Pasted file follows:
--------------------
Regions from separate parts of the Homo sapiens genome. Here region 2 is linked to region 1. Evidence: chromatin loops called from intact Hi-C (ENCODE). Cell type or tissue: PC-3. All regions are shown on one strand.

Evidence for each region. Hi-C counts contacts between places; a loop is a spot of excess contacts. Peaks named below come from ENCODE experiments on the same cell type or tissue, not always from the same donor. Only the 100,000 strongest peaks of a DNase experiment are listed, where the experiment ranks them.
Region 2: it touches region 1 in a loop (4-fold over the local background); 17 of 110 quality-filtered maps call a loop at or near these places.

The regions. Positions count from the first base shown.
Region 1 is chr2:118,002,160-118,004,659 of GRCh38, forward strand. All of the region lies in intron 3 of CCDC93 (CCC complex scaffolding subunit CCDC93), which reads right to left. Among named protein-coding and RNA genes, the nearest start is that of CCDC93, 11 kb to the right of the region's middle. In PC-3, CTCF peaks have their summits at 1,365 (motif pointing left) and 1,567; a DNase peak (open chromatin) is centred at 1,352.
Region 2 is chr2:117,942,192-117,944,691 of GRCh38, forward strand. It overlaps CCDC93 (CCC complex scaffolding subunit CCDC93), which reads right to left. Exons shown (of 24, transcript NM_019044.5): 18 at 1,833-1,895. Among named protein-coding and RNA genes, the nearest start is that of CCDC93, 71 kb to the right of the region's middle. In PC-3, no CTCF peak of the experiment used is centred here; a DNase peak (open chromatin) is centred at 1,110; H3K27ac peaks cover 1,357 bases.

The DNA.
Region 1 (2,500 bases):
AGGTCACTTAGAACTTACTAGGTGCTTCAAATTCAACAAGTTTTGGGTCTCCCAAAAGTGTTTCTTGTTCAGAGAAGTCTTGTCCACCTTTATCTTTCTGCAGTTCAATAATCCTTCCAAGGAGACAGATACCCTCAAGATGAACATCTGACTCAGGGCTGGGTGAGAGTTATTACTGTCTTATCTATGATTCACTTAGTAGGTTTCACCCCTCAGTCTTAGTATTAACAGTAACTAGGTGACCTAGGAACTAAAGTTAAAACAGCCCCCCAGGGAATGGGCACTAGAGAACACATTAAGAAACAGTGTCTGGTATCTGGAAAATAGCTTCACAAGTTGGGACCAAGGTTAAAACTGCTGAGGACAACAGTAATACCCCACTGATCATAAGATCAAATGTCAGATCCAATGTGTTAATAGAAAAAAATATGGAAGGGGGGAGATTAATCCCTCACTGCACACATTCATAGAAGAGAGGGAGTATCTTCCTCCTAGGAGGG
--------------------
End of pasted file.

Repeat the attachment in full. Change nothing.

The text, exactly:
Regions from separate parts of the Homo sapiens genome. Here region 2 is linked to region 1. Evidence: chromatin loops called from intact Hi-C (ENCODE). Cell type or tissue: PC-3. All regions are shown on one strand.

Evidence for each region. Hi-C counts contacts between places; a loop is a spot of excess contacts. Peaks named below come from ENCODE experiments on the same cell type or tissue, not always from the same donor. Only the 100,000 strongest peaks of a DNase experiment are listed, where the experiment ranks them.
Region 2: it touches region 1 in a loop (4-fold over the local background); 17 of 110 quality-filtered maps call a loop at or near these places.

The regions. Positions count from the first base shown.
Region 1 is chr2:118,002,160-118,004,659 of GRCh38, forward strand. All of the region lies in intron 3 of CCDC93 (CCC complex scaffolding subunit CCDC93), which reads right to left. Among named protein-coding and RNA genes, the nearest start is that of CCDC93, 11 kb to the right of the region's middle. In PC-3, CTCF peaks have their summits at 1,365 (motif pointing left) and 1,567; a DNase peak (open chromatin) is centred at 1,352.
Region 2 is chr2:117,942,192-117,944,691 of GRCh38, forward strand. It overlaps CCDC93 (CCC complex scaffolding subunit CCDC93), which reads right to left. Exons shown (of 24, transcript NM_019044.5): 18 at 1,833-1,895. Among named protein-coding and RNA genes, the nearest start is that of CCDC93, 71 kb to the right of the region's middle. In PC-3, no CTCF peak of the experiment used is centred here; a DNase peak (open chromatin) is centred at 1,110; H3K27ac peaks cover 1,357 bases.

The DNA.
Region 1 (2,500 bases):
AGGTCACTTAGAACTTACTAGGTGCTTCAAATTCAACAAGTTTTGGGTCTCCCAAAAGTGTTTCTTGTTCAGAGAAGTCTTGTCCACCTTTATCTTTCTGCAGTTCAATAATCCTTCCAAGGAGACAGATACCCTCAAGATGAACATCTGACTCAGGGCTGGGTGAGAGTTATTACTGTCTTATCTATGATTCACTTAGTAGGTTTCACCCCTCAGTCTTAGTATTAACAGTAACTAGGTGACCTAGGAACTAAAGTTAAAACAGCCCCCCAGGGAATGGGCACTAGAGAACACATTAAGAAACAGTGTCTGGTATCTGGAAAATAGCTTCACAAGTTGGGACCAAGGTTAAAACTGCTGAGGACAACAGTAATACCCCACTGATCATAAGATCAAATGTCAGATCCAATGTGTTAATAGAAAAAAATATGGAAGGGGGGAGATTAATCCCTCACTGCACACATTCATAGAAGAGAGGGAGTATCTTCCTCCTAGGAGGG